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Lèche-vitrines: Human Identity and the Mannequin in 'Au Bonheur des Dames'

Citation: Foster, Kate (2022) Lèche-vitrines: Human Identity and the Mannequin in 'Au Bonheur des Dames'. Dix-Neuf .


Creative Commons: Attribution-No Derivative Works 4.0

The department store mannequin is often read as representative of commodity or sexual fetishism and, as a result, of woman objectified. This article posits that in Émile Zola’s 'Au Bonheur des Dames' (1883), the mannequin can also highlight such objectification to the woman in the text. Through close readings of the mannequins in 'Au Bonheur des Dames', and their relationships with both shoppers and workers in the store, this article seeks to analyse the combination of estrangement and excitement which characterizes the experience of living under modernity. While some bodies in the text are literally broken, elsewhere a wider sense of fracture or fragmentation is at work, as human identity itself seems to be breaking up. The Zolian mannequin foregrounds this theme of fragmentation, as it is never depicted whole: instead, the always already fragmented mannequin reflects the fragmented (female) shopper, and the dismembered (male) shop employee, who works as if suffering from automatism. This article asks whether the inherent impersonality of the headless Zolian mannequin is a source of empowerment which allows the shopper to recognize and thus reject objectification of the self, or simply a disquieting reminder of the limits of one’s own powerlessness.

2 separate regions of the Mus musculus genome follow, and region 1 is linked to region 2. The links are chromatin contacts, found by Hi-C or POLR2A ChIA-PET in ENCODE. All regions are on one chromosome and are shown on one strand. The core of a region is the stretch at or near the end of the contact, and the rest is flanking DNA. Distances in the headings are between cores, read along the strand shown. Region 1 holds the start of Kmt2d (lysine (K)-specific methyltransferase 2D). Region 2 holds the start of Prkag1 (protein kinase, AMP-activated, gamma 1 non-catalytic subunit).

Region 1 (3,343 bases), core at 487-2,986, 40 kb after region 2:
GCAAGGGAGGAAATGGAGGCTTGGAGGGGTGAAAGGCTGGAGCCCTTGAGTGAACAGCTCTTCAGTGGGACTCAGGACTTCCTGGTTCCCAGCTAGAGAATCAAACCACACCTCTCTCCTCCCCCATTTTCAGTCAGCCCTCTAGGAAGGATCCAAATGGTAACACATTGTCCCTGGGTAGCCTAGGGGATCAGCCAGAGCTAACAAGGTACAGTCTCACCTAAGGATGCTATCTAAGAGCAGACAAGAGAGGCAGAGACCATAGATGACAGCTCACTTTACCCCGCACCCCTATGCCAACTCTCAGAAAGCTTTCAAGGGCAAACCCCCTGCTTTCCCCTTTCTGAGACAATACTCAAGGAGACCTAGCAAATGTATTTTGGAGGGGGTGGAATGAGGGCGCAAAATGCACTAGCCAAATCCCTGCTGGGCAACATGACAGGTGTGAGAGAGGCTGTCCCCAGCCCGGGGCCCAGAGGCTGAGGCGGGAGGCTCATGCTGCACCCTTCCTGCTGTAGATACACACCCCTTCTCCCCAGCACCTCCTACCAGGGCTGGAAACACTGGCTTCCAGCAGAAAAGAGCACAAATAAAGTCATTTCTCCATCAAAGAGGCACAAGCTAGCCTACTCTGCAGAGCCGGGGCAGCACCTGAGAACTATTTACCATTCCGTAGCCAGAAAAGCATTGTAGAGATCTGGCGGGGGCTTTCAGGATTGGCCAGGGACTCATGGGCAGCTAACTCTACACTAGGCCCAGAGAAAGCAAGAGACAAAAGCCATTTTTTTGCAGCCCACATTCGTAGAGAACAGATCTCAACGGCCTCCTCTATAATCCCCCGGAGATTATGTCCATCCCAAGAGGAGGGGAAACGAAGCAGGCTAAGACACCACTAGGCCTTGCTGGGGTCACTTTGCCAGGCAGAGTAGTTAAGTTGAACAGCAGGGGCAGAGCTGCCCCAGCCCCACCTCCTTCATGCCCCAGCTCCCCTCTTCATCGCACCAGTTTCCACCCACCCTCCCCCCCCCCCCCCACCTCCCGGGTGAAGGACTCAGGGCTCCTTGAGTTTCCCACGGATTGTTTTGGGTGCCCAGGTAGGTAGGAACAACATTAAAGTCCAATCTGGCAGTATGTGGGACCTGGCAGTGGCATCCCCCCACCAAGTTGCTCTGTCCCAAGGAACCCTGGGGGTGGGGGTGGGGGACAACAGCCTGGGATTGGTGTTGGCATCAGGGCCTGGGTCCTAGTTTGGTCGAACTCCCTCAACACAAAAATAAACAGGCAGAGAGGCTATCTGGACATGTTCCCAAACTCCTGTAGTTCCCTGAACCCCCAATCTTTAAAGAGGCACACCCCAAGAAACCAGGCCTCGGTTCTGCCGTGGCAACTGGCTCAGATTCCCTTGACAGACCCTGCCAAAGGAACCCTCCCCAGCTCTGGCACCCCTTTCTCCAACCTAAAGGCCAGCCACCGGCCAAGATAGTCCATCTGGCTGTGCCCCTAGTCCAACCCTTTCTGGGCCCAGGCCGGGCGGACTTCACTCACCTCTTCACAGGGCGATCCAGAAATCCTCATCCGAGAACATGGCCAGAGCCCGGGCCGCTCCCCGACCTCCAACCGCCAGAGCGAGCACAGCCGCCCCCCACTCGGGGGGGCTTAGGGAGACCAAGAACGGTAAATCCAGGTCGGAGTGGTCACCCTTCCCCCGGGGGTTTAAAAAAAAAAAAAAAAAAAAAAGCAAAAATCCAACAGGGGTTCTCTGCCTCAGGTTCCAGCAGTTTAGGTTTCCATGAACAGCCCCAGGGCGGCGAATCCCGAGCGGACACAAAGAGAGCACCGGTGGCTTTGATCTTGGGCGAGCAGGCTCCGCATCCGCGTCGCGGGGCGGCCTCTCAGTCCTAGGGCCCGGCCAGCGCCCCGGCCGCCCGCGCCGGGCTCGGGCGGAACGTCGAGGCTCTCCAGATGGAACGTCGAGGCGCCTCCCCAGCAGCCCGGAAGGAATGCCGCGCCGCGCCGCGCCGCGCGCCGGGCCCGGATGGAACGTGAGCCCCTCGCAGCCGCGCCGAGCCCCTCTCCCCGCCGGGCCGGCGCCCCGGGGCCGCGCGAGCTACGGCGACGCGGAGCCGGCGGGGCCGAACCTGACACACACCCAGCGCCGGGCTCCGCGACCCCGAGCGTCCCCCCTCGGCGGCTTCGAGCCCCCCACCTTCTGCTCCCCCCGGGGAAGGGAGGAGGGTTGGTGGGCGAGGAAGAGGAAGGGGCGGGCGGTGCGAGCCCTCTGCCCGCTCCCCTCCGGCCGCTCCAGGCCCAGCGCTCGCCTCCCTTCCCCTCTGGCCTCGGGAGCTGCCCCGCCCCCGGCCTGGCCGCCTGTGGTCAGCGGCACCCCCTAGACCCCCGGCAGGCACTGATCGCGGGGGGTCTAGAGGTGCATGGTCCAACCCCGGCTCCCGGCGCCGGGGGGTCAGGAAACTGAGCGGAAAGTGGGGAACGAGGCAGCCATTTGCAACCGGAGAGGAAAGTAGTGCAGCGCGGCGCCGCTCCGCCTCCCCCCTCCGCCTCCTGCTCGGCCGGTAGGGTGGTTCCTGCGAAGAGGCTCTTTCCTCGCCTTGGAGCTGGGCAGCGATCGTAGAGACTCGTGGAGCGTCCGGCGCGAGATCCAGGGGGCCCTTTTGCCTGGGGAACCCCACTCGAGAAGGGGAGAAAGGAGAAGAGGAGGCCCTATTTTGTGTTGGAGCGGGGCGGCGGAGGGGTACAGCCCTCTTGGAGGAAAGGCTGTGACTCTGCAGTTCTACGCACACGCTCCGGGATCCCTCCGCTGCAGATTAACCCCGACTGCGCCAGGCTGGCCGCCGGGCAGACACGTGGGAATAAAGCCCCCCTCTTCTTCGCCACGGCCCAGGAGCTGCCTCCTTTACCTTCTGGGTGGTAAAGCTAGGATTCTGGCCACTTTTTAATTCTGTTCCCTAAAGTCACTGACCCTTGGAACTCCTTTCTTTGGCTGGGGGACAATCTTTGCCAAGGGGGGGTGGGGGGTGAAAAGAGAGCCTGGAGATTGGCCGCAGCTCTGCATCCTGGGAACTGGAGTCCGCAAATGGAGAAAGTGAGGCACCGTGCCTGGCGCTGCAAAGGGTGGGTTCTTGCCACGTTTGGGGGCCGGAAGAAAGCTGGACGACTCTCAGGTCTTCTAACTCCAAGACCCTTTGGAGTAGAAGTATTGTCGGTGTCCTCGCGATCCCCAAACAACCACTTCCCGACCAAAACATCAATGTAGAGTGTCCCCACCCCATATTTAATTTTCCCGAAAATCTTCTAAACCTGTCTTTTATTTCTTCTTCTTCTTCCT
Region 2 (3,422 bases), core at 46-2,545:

Creators: Foster, Kate (0000-0001-9347-1036) and
Official URL:
Subjects: Culture, Language & Literature
Keywords: Au Bonheur des Dames, mannequin, identity, body, Zola-Zolian, modernity
Divisions: Institute of Modern Languages Research
  • 29 May 2022 (accepted)
  • 17 June 2022 (published)
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